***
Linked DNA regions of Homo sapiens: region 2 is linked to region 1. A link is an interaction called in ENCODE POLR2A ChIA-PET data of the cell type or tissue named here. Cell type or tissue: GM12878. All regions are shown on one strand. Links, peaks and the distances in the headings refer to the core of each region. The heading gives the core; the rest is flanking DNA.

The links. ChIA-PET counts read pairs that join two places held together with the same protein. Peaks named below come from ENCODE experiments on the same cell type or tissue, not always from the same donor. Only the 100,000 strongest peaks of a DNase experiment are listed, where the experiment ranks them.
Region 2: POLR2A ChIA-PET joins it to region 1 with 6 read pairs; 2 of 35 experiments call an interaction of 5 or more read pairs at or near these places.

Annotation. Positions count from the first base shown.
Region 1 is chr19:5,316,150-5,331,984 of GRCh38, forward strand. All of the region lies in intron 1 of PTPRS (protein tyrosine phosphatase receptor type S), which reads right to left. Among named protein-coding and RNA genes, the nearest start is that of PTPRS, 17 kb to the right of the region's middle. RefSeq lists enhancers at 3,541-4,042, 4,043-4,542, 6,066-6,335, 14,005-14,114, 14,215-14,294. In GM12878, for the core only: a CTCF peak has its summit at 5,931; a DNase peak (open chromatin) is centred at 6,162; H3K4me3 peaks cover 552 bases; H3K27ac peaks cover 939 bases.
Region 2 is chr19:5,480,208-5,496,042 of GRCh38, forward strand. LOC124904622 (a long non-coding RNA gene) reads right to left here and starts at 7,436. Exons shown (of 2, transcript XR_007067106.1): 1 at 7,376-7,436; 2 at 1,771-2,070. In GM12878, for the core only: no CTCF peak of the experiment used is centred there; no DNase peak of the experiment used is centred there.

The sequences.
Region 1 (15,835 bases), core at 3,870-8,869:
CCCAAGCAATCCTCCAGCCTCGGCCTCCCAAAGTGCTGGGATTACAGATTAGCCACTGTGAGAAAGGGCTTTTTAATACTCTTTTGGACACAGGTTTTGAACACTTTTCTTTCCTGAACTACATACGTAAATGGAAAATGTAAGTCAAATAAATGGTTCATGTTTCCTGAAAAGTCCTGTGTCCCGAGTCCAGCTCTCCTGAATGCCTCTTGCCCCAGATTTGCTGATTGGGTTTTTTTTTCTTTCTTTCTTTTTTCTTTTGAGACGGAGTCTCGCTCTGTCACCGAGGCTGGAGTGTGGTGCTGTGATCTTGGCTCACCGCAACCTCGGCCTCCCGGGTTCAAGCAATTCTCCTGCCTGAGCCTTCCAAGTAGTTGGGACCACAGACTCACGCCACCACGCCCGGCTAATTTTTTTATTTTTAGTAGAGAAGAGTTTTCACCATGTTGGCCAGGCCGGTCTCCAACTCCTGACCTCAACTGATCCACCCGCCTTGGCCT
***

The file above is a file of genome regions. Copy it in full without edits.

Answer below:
Linked DNA regions of Homo sapiens: region 2 is linked to region 1. A link is an interaction called in ENCODE POLR2A ChIA-PET data of the cell type or tissue named here. Cell type or tissue: GM12878. All regions are shown on one strand. Links, peaks and the distances in the headings refer to the core of each region. The heading gives the core; the rest is flanking DNA.

The links. ChIA-PET counts read pairs that join two places held together with the same protein. Peaks named below come from ENCODE experiments on the same cell type or tissue, not always from the same donor. Only the 100,000 strongest peaks of a DNase experiment are listed, where the experiment ranks them.
Region 2: POLR2A ChIA-PET joins it to region 1 with 6 read pairs; 2 of 35 experiments call an interaction of 5 or more read pairs at or near these places.

Annotation. Positions count from the first base shown.
Region 1 is chr19:5,316,150-5,331,984 of GRCh38, forward strand. All of the region lies in intron 1 of PTPRS (protein tyrosine phosphatase receptor type S), which reads right to left. Among named protein-coding and RNA genes, the nearest start is that of PTPRS, 17 kb to the right of the region's middle. RefSeq lists enhancers at 3,541-4,042, 4,043-4,542, 6,066-6,335, 14,005-14,114, 14,215-14,294. In GM12878, for the core only: a CTCF peak has its summit at 5,931; a DNase peak (open chromatin) is centred at 6,162; H3K4me3 peaks cover 552 bases; H3K27ac peaks cover 939 bases.
Region 2 is chr19:5,480,208-5,496,042 of GRCh38, forward strand. LOC124904622 (a long non-coding RNA gene) reads right to left here and starts at 7,436. Exons shown (of 2, transcript XR_007067106.1): 1 at 7,376-7,436; 2 at 1,771-2,070. In GM12878, for the core only: no CTCF peak of the experiment used is centred there; no DNase peak of the experiment used is centred there.

The sequences.
Region 1 (15,835 bases), core at 3,870-8,869:
CCCAAGCAATCCTCCAGCCTCGGCCTCCCAAAGTGCTGGGATTACAGATTAGCCACTGTGAGAAAGGGCTTTTTAATACTCTTTTGGACACAGGTTTTGAACACTTTTCTTTCCTGAACTACATACGTAAATGGAAAATGTAAGTCAAATAAATGGTTCATGTTTCCTGAAAAGTCCTGTGTCCCGAGTCCAGCTCTCCTGAATGCCTCTTGCCCCAGATTTGCTGATTGGGTTTTTTTTTCTTTCTTTCTTTTTTCTTTTGAGACGGAGTCTCGCTCTGTCACCGAGGCTGGAGTGTGGTGCTGTGATCTTGGCTCACCGCAACCTCGGCCTCCCGGGTTCAAGCAATTCTCCTGCCTGAGCCTTCCAAGTAGTTGGGACCACAGACTCACGCCACCACGCCCGGCTAATTTTTTTATTTTTAGTAGAGAAGAGTTTTCACCATGTTGGCCAGGCCGGTCTCCAACTCCTGACCTCAACTGATCCACCCGCCTTGGCCT